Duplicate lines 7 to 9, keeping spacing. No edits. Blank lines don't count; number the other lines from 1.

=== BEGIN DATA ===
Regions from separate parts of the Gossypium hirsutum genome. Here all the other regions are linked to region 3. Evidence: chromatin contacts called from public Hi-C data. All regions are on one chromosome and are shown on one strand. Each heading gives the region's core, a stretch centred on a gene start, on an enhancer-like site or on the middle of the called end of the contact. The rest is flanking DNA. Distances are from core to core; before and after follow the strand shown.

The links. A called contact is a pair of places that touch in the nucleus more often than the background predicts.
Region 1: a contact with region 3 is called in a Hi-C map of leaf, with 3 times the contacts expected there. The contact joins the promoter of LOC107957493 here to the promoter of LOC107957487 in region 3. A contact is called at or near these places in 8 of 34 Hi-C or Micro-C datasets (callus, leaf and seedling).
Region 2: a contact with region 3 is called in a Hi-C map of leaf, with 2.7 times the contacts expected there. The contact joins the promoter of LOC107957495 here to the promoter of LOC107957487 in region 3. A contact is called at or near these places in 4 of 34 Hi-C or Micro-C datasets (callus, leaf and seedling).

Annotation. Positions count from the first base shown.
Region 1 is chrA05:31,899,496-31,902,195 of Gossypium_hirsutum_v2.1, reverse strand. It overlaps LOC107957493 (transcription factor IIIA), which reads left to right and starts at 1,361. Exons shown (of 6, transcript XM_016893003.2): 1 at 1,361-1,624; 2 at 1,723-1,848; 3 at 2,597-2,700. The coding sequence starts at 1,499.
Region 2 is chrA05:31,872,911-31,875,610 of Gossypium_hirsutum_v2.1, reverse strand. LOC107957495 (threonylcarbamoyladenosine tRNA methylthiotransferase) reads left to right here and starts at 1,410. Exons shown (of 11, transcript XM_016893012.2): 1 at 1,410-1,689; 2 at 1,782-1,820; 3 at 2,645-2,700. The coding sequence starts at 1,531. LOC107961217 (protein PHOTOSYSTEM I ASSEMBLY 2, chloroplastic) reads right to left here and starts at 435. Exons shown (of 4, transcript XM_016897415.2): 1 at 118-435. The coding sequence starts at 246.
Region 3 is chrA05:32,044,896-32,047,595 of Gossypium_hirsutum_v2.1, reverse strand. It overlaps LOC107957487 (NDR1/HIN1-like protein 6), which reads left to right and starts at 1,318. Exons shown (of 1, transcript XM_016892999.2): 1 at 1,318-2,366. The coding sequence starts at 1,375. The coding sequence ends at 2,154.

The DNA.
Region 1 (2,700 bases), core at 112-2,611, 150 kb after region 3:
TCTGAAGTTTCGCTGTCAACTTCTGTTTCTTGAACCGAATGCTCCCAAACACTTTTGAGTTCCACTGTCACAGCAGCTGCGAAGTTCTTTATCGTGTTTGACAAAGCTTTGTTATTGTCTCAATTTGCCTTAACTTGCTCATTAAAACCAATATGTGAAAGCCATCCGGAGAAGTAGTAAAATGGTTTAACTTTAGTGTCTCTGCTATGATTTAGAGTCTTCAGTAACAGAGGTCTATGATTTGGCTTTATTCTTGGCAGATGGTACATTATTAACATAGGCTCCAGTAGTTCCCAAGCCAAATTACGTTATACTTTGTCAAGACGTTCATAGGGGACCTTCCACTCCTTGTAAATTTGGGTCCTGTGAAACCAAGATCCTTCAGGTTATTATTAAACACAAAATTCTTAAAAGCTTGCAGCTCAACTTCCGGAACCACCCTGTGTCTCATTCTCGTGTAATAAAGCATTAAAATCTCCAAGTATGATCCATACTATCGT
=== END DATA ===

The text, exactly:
Region 2 is chrA05:31,872,911-31,875,610 of Gossypium_hirsutum_v2.1, reverse strand. LOC107957495 (threonylcarbamoyladenosine tRNA methylthiotransferase) reads left to right here and starts at 1,410. Exons shown (of 11, transcript XM_016893012.2): 1 at 1,410-1,689; 2 at 1,782-1,820; 3 at 2,645-2,700. The coding sequence starts at 1,531. LOC107961217 (protein PHOTOSYSTEM I ASSEMBLY 2, chloroplastic) reads right to left here and starts at 435. Exons shown (of 4, transcript XM_016897415.2): 1 at 118-435. The coding sequence starts at 246.
Region 3 is chrA05:32,044,896-32,047,595 of Gossypium_hirsutum_v2.1, reverse strand. It overlaps LOC107957487 (NDR1/HIN1-like protein 6), which reads left to right and starts at 1,318. Exons shown (of 1, transcript XM_016892999.2): 1 at 1,318-2,366. The coding sequence starts at 1,375. The coding sequence ends at 2,154.

The DNA.